LATINO STUDIES. This Section is open to LASA members interested in promoting research, teaching, advocacy, and collaborative endeavors about U.S. Latino communities and their transnational connections with the Latin American and Caribbean countries of origin. It also fosters a continuing dialogue regarding the relationships between Latino and Latin American Studies.
MALDEF is the leading nonprofit Latino litigation, advocacy and educational outreach institution in the United States. MALDEF’s mission is to foster sound public policies, laws and programs to safeguard the civil rights of the 40 million Latinos living in the United States and to empower the Latino community to fully participate in our society. MALDEF achieves its mission by concentrating its efforts on the following areas: employment, education, immigration, political access, language and public resource equity issues.
NACCS is the academic organization that serves academic programs, departments and research centers that focus on issues pertaining to Mexican Americans, Chicana/os, and Latina/os. The Association was formed in 1972, during the height of the Chicana/o movement, calling for the development of a space where scholarship and Chicana/o students could develop their talents in higher education. For more than 30 years, students, faculty, staff, and community members have attended the NACCS annual conference to present their scholarly papers–many of which have spun into important intellectual pillars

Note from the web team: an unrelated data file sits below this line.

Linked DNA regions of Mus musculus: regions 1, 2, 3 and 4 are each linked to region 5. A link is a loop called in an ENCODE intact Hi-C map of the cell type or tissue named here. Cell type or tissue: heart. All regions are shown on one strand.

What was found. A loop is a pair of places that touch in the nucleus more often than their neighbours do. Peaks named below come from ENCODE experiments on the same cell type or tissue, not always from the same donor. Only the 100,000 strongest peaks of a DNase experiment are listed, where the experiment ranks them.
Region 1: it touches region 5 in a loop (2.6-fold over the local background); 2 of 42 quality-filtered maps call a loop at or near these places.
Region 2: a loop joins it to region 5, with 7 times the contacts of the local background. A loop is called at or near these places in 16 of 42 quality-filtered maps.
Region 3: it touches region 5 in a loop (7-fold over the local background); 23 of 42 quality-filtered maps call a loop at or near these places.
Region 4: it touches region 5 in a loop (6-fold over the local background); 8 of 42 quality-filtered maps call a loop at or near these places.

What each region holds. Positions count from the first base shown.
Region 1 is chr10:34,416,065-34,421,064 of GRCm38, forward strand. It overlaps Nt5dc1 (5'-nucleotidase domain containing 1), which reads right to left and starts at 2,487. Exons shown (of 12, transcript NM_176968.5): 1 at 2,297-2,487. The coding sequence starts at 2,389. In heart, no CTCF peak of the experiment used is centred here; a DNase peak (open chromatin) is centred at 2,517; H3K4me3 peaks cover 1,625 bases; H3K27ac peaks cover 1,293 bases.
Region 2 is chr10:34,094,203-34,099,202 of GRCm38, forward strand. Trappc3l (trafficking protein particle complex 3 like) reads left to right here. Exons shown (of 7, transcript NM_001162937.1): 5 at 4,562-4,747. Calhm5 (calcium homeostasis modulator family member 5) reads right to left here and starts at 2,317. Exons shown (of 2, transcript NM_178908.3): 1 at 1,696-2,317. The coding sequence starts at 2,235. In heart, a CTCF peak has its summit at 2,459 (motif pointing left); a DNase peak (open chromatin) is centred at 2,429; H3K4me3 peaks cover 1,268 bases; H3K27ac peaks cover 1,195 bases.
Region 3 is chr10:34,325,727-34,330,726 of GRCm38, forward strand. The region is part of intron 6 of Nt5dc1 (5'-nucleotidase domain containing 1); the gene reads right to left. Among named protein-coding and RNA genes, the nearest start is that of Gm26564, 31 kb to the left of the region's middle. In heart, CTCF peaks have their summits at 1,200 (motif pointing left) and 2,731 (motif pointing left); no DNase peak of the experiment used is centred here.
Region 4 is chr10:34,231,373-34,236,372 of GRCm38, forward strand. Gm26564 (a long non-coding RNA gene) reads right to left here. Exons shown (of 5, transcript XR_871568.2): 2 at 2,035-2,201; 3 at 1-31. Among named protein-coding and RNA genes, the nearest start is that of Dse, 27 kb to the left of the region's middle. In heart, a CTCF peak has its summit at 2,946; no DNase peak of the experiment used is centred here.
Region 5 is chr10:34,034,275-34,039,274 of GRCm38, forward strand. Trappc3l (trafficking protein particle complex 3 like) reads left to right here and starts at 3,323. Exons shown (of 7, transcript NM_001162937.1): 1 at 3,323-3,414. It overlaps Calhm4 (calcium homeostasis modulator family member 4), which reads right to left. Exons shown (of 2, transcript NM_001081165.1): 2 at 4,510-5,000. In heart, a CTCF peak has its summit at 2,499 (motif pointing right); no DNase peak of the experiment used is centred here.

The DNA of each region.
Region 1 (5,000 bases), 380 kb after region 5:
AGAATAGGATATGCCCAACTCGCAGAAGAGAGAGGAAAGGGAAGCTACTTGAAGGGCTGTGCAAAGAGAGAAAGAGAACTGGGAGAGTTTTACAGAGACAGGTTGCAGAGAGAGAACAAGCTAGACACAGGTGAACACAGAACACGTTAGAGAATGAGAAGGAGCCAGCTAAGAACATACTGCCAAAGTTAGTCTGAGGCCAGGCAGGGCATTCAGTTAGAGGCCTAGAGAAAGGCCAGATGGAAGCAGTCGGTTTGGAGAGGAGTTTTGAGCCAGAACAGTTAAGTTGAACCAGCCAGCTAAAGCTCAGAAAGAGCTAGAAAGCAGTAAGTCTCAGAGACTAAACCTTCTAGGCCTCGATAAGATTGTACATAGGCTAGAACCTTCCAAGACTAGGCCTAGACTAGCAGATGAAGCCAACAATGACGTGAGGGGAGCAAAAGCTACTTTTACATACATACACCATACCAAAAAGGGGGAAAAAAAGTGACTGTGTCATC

Today NALAC serves more than 300 Latino arts organizations in the United States, including organizations found in Mexican American, Puerto Rican, Cuban, Dominican, Central American, and South American communities within the United States. Through its regional meetings, publications, and programs NALAC provides direct services to its constituency and collects information about current needs and challenges for Latino artists and organizations. NALAC also convenes representatives of these organizations biennially at a national gathering to discuss current issues and topics, and to provide technical assistance and capacity building in a variety of subjects related to organizational development.
The National Society of Hispanic MBAs is a nonprofit organization that serves 28 chapters and 6,000 members in the United States and Puerto Rico. It exists to foster Hispanic leadership through graduate management education and professional development. NSHMBA works to prepare Hispanics for leadership positions so that they can provide the cultural awareness and sensitivity vital in the management of the nation’s diverse workforce.
The Hispanic Scholarship Fund (HSF) is the largest Hispanic scholarship-granting organization in the nation. HSF recognizes and rewards outstanding Hispanic students in higher education throughout the United States, Puerto Rico and the U.S. Virgin Islands. These students represent every region of the country, hundreds of institutions of higher learning and every segment of the Hispanic community.